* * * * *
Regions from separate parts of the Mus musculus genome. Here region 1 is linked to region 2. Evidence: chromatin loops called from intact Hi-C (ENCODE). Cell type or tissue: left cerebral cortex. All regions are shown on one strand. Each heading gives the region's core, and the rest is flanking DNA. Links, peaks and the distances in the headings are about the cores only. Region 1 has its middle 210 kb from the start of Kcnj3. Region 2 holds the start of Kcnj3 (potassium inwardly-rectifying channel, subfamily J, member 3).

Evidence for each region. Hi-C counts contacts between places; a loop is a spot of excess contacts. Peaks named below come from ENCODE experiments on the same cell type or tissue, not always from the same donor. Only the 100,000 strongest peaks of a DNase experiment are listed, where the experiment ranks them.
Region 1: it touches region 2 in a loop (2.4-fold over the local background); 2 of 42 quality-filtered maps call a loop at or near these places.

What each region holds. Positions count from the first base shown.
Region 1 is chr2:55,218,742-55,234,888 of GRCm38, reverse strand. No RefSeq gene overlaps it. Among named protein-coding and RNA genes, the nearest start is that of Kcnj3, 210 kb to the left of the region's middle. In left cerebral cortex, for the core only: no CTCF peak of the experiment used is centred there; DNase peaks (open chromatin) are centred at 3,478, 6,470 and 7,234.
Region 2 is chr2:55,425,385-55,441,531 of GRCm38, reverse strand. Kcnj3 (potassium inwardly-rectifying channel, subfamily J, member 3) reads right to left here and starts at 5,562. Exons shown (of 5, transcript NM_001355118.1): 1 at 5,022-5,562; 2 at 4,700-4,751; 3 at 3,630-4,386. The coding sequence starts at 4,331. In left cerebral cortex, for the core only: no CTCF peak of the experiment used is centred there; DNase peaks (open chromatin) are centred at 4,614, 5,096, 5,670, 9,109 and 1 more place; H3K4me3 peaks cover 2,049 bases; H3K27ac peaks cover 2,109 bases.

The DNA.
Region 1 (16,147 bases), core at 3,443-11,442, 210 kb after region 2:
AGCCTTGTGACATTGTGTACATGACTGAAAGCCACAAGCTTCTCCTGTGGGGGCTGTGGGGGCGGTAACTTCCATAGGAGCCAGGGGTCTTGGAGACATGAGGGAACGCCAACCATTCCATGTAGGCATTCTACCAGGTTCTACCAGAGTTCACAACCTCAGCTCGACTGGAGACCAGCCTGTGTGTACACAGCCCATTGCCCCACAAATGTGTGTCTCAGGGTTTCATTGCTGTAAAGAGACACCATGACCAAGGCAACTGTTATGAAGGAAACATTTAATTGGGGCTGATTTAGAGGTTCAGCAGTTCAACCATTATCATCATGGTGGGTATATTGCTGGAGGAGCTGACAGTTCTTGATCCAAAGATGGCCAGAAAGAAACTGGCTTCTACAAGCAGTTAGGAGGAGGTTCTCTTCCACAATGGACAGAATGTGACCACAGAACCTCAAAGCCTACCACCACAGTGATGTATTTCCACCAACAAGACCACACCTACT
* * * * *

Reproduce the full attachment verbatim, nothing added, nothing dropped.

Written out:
Regions from separate parts of the Mus musculus genome. Here region 1 is linked to region 2. Evidence: chromatin loops called from intact Hi-C (ENCODE). Cell type or tissue: left cerebral cortex. All regions are shown on one strand. Each heading gives the region's core, and the rest is flanking DNA. Links, peaks and the distances in the headings are about the cores only. Region 1 has its middle 210 kb from the start of Kcnj3. Region 2 holds the start of Kcnj3 (potassium inwardly-rectifying channel, subfamily J, member 3).

Evidence for each region. Hi-C counts contacts between places; a loop is a spot of excess contacts. Peaks named below come from ENCODE experiments on the same cell type or tissue, not always from the same donor. Only the 100,000 strongest peaks of a DNase experiment are listed, where the experiment ranks them.
Region 1: it touches region 2 in a loop (2.4-fold over the local background); 2 of 42 quality-filtered maps call a loop at or near these places.

What each region holds. Positions count from the first base shown.
Region 1 is chr2:55,218,742-55,234,888 of GRCm38, reverse strand. No RefSeq gene overlaps it. Among named protein-coding and RNA genes, the nearest start is that of Kcnj3, 210 kb to the left of the region's middle. In left cerebral cortex, for the core only: no CTCF peak of the experiment used is centred there; DNase peaks (open chromatin) are centred at 3,478, 6,470 and 7,234.
Region 2 is chr2:55,425,385-55,441,531 of GRCm38, reverse strand. Kcnj3 (potassium inwardly-rectifying channel, subfamily J, member 3) reads right to left here and starts at 5,562. Exons shown (of 5, transcript NM_001355118.1): 1 at 5,022-5,562; 2 at 4,700-4,751; 3 at 3,630-4,386. The coding sequence starts at 4,331. In left cerebral cortex, for the core only: no CTCF peak of the experiment used is centred there; DNase peaks (open chromatin) are centred at 4,614, 5,096, 5,670, 9,109 and 1 more place; H3K4me3 peaks cover 2,049 bases; H3K27ac peaks cover 2,109 bases.

The DNA.
Region 1 (16,147 bases), core at 3,443-11,442, 210 kb after region 2:
AGCCTTGTGACATTGTGTACATGACTGAAAGCCACAAGCTTCTCCTGTGGGGGCTGTGGGGGCGGTAACTTCCATAGGAGCCAGGGGTCTTGGAGACATGAGGGAACGCCAACCATTCCATGTAGGCATTCTACCAGGTTCTACCAGAGTTCACAACCTCAGCTCGACTGGAGACCAGCCTGTGTGTACACAGCCCATTGCCCCACAAATGTGTGTCTCAGGGTTTCATTGCTGTAAAGAGACACCATGACCAAGGCAACTGTTATGAAGGAAACATTTAATTGGGGCTGATTTAGAGGTTCAGCAGTTCAACCATTATCATCATGGTGGGTATATTGCTGGAGGAGCTGACAGTTCTTGATCCAAAGATGGCCAGAAAGAAACTGGCTTCTACAAGCAGTTAGGAGGAGGTTCTCTTCCACAATGGACAGAATGTGACCACAGAACCTCAAAGCCTACCACCACAGTGATGTATTTCCACCAACAAGACCACACCTACT